With more than 2.4 million girl members, supported by nearly a million adult members working as volunteers, the Girl Scouts of the USA is the world’s biggest organization dedicated to girls — all girls as their description clarifies. Founded in 1912, Girl Scouts now counts with 100 councils across the United States that help girls find a troop to join, and even outside of the U.S., there are 90 countries helping 16,000 girls stay connected. But what we all know about the Girl Scouts around this blog is that its logo was designed by Saul Bass in 1978 and, like the rest of his identity work, it summed up brilliantly and succinctly the mission of the organization and the history behind it. Yesterday, the Girl Scouts unveiled a new identity by the newly formed New York design firm, Original Champions of Design (OCD). [Disclaimer: I worked for two years with one of its founders, Jennifer Kinon, while we were both at Pentagram.]
One thing we also all know is that you don’t mess with a Saul Bass logo. I mean, yes you can change it or get rid of it as there is no written law about it, but doing so will not win you any friends in this industry. The first smart move by OCD was to not mess with a Saul Bass logo, the second was to try to technically improve it. Working with Joe Finocchiaro and Jasper Goodall, OCD made some subtle updates to the three girl profiles.
[Changes to the profiles]:
1. Bangs help differentiate and age down the three girls.
2. The more perky nose is also more youthful.
3. Adding tension to the lips brings the girls alive.
4. And simplifying the neck makes the mark stronger.
5. The pointed trefoil begins to setup a unified system.
— OCD Project Page
Adding the bangs on the first profile really helps in making this logo more contemporary, as the old profile, with the hair pulled back, made the girl too matronly. The perkier nose is cuter and the lips look a little less numb. The one thing that stands out more in this revision is the length of the necks, where they feel a little too stretched in this rendition by being so angular, whereas before the effect was diminished by the curvature. In terms of the shape of the trefoil itself, the update is a vast improvement with the new horizontal axis asymmetry, making it look more like a badge than a four-leaf clover. And as some of the executions below show, it makes for a very playful shape.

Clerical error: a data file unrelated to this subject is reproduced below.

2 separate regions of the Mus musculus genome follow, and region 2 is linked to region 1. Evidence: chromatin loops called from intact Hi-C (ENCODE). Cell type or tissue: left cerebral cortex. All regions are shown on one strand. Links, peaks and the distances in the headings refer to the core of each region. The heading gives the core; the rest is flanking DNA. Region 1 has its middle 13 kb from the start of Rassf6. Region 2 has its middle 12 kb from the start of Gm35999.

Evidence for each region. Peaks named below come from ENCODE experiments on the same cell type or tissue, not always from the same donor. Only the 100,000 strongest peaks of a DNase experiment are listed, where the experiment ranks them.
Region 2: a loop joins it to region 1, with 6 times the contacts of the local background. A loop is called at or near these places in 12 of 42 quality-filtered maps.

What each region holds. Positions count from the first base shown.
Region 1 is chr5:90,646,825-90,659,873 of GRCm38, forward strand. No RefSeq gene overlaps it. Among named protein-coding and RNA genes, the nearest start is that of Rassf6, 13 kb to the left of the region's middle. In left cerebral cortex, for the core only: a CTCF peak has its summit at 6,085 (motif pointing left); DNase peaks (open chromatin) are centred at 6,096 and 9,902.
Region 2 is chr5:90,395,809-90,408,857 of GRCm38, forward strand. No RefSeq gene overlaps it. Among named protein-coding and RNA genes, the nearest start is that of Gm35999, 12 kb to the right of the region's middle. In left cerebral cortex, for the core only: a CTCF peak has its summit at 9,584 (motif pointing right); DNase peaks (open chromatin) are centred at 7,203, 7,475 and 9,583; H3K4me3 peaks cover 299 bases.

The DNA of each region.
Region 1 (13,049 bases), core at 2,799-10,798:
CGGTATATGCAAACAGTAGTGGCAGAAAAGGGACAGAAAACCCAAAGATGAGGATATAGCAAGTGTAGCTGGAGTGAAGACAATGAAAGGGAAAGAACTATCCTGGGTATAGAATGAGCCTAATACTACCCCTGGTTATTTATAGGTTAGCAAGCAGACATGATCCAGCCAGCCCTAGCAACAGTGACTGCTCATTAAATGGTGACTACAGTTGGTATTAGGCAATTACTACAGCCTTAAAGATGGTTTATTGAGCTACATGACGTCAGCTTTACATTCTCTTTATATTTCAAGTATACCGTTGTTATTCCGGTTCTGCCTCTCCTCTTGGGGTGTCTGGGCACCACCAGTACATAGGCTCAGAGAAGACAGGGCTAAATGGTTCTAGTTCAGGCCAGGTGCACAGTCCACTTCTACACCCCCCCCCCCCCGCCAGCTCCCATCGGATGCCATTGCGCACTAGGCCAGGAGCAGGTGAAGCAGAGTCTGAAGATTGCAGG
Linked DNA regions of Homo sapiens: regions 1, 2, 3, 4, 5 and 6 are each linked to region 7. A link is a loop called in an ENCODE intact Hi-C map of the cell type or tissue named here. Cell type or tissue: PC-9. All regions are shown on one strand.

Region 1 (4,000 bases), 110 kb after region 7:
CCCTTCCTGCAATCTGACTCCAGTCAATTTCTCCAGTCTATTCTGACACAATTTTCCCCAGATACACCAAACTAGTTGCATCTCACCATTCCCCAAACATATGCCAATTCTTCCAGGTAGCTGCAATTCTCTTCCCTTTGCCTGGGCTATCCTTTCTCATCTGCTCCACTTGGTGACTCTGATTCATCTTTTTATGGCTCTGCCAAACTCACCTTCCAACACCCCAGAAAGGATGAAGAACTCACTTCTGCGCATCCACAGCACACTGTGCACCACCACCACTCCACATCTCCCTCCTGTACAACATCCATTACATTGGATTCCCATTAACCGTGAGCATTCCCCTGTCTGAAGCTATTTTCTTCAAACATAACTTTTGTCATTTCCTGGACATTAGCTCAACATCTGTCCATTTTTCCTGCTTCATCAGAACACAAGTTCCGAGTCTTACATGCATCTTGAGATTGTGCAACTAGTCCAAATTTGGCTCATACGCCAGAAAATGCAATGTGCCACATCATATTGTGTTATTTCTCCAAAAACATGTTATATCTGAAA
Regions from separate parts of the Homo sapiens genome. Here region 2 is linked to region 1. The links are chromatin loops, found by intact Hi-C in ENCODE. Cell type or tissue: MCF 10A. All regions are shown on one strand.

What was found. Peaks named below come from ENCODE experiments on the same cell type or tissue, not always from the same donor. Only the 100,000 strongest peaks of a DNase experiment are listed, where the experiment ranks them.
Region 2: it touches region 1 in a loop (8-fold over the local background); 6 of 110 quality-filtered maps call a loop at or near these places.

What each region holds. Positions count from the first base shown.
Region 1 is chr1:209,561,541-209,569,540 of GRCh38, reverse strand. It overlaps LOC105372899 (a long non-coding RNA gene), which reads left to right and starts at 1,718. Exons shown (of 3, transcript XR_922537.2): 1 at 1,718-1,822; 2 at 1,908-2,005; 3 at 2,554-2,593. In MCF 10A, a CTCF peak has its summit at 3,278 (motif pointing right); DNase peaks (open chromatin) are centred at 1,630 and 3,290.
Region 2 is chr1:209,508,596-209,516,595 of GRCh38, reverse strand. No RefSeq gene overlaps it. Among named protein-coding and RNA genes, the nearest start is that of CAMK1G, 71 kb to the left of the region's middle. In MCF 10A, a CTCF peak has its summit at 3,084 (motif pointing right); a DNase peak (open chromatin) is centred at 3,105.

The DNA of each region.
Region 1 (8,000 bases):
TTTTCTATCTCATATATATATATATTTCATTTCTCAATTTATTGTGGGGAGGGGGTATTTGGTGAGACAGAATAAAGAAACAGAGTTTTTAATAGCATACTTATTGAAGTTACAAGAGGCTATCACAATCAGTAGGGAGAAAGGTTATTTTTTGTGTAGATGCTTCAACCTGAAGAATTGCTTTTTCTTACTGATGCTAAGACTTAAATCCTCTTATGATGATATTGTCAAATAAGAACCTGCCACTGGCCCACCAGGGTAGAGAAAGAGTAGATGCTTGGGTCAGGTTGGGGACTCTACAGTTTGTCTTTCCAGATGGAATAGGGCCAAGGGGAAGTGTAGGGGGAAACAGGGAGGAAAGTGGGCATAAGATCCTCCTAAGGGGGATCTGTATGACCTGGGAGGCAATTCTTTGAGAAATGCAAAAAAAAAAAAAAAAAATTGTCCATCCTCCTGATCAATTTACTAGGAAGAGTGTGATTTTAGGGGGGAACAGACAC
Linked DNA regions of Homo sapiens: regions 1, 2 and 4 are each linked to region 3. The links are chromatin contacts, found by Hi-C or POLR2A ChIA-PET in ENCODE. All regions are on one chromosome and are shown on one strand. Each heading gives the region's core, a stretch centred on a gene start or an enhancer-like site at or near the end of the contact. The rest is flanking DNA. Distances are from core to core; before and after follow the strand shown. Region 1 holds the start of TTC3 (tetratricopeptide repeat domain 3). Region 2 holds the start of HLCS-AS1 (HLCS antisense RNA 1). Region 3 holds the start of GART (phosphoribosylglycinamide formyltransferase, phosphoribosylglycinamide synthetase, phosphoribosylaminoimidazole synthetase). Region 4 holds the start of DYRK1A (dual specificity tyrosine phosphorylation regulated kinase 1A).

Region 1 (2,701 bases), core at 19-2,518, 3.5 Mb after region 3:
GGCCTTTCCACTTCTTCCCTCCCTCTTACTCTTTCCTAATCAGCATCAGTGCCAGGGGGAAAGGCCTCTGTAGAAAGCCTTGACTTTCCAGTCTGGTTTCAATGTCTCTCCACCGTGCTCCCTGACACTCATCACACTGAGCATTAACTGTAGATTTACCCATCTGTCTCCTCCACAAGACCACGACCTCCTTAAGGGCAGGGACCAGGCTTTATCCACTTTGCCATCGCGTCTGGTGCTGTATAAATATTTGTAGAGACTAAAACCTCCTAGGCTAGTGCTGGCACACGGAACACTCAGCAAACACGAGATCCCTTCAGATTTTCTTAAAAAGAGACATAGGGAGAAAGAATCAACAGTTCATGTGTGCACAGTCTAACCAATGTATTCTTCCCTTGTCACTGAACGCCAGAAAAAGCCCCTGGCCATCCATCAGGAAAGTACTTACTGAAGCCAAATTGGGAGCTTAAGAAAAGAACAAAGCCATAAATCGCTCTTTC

We created a modified version of the typeface Avenir to sync up with the angle of the Profiles. Then we set “girl scouts” in all lowercase which had two advantages. It made the wordmark more approachable. And, the lowercase “g” offset the Profiles, which we placed at the forward end of the lockup, proudly leading the way like the prow of a ship.
— OCD Project Page
The new wordmark is simple and effective, but that’s nothing out of the ordinary when it comes to Avenir. I always question the need to lowercase wordmarks and this is no exception. Yes, this looks nicer and softer, but does it really serve any other purpose? Certainly, the attention to detail on the angles and placement is very welcome.
Outside of the organization logo, the rest of the identity uses Joshua Darden’s Omnes — which has been licensed to every Girl Scouts computer — and variations on the trefoil patterns as well as the trefoil acting as a holding shape for important information.
More than a logo or identity redesign, this project is a great example of what can be called a revitalization, breathing new life into something a lot of people are familiar with. And as long as they keep those Samoas Girl Scouts cookies coming, they can tweak the logo all they want.
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